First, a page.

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Is Stress Making You Sicker?

We all know that stress is bad for the body- increasing your risk of health conditions like heart attack, stroke, ulcers, and asthma. But you might not know how stress impacts your immune system.

New research suggests that constant stress can actually age your immune system, making you less able to fight against diseases and control inflammation within your body. In this blog, we’ll break down what this means and how to prevent it.

The study:

Researchers from the National Academy of Sciences have discovered that certain kinds of stress can age your immune system. Using an existing body of data, the researchers looked at survey responses from over 5,700 American adults ages 50 or older. The survey quizzed respondents about social stressors in their lives- like chronic stress, traumatic life events, discrimination, and job strain. Then, the researchers cross-referenced survey results with immune cell counts from the participant’s blood samples.

The researchers found that those with higher levels of stress were more likely to have older immune system profiles. Such immune system profiles typically have a weakened ability to protect against cancer and infections and fail to support appropriate wound healing. You can read the full study here.

This is the first study to examine the relationship between stress and immunological function. While the study only examined several kinds of immune cells, the chosen few are good indicators of overall immunity robustness.

This study demonstrates that stress can have a more damaging impact on the body than many previously assumed. Your immune system is one of the most important systems in your body, and you should want to keep it as youthful and sprightly as possible. Your immune system aging prematurely can lead to an increased risk of disease, cancer, and infection.

What does an aging immune system mean?

There are two main types of immunity when it comes to the immune system- innate and adaptive. Innate immunity is our first line of defense against infections, while adaptive immunity is responsible for remembering and attacking pathogens. As our immune system ages, both innate and adaptive immunity are impacted in different ways.

Innate immunity:

In defending our bodies against infections, innate immunity triggers the release of inflammatory molecules to attack the pathogen. An older immune system will have trouble turning off the defense spawned by the innate immune system. This means that your immune cells keep attacking, which will lead to chronic, systemic inflammation. This systemic, low-level inflammation actually has a name- “inflammaging.”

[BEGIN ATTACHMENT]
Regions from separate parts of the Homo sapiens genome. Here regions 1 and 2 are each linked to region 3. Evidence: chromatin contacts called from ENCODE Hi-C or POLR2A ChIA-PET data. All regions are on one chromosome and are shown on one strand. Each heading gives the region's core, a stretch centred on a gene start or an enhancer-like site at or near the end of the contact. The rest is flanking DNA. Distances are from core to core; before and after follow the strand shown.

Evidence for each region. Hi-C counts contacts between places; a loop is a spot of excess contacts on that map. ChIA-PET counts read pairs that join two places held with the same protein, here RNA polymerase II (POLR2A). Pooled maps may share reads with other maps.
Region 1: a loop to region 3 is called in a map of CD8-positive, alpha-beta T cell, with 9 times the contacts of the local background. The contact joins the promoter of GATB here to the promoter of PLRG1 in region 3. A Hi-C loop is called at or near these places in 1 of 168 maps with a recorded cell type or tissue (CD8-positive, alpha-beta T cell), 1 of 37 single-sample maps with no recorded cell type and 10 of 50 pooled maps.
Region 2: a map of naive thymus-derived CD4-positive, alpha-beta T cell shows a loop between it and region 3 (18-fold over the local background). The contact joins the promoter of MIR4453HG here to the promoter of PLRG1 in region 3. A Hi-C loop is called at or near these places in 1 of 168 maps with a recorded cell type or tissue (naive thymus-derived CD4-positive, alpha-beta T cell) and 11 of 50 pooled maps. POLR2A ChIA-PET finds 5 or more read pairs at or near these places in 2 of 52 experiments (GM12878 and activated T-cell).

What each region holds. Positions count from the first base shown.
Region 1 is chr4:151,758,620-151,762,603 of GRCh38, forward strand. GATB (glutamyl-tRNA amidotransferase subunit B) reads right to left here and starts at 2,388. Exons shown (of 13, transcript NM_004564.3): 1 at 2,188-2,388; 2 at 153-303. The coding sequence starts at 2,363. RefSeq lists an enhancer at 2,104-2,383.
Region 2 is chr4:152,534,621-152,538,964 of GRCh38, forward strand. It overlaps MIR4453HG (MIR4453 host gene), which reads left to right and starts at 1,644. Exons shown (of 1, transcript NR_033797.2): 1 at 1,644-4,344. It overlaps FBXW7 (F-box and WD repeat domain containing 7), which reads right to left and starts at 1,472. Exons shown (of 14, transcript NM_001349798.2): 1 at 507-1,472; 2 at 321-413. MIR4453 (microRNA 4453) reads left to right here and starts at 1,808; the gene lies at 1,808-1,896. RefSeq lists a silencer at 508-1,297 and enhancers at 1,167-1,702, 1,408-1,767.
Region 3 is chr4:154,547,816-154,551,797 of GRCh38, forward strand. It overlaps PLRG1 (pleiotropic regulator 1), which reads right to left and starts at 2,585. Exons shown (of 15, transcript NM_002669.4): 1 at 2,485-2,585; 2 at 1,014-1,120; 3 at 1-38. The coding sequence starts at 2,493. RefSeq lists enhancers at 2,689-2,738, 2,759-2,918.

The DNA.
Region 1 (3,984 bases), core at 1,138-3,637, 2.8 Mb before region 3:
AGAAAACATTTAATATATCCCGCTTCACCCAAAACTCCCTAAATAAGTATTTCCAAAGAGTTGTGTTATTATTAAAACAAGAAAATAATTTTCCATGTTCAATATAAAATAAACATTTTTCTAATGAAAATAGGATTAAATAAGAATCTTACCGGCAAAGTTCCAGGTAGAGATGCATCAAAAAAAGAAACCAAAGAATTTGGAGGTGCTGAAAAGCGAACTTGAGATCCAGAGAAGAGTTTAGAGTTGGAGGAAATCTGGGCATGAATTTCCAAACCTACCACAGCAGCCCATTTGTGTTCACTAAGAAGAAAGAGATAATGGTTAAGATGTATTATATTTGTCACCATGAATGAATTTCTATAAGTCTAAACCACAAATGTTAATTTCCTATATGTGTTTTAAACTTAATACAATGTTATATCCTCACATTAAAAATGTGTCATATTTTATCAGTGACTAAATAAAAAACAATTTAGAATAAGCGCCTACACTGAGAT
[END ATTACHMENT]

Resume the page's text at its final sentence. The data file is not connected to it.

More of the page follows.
We know that not all inflammation is bad, it’s actually the body’s natural response to protect itself against harm. It is spurred by the immune system to protect the body from disease, infection, and injury. Without inflammation, your body would not be able to properly heal itself from many kinds of injury or disease. But, a key part of inflammation is being able to turn it off- an aging immune system has trouble doing that.

Further, older immune systems have trouble halting inflammation due to the accumulation of aged, or senescent immune cells. These senescent immune cells actually produce more cytokines, the molecules that promote inflammation. Over time, high levels of inflammatory molecules have been linked to an increased risk of type 2 diabetes, neurodegenerative disease, cancer, and cardiovascular disease.

Adaptive immunity:

As our immune system ages, adaptive immunity will lose the ability to fight off viruses, fungi, and bacteria. The T cell, a type of immune cell, plays an integral role in adaptive immunity. “Naive” T cells are the ones that recognize a pathogen and remember it for next time. As we age, our T cell number actually remains constant, but the supply of naive T cells (the ones able to recognize new diseases) shrinks over the years, as more and more cells become linked to different pathogens.

As a result, an older immune system will not be able to fight off new pathogens as well as it did years ago. For the same reason, vaccinations do not work as well on the older immune systems.

In addition to the declining immunity, senescent T cells also produce more inflammatory cytokines. (The same ones discussed above.) These cytokines will only spur the chronic inflammation of inflammaging.

How to reverse an aging immune system?

The good news is, there are certain lifestyle changes you can make to promote a healthy immune system into old age.

Stick with a Mediterranean diet: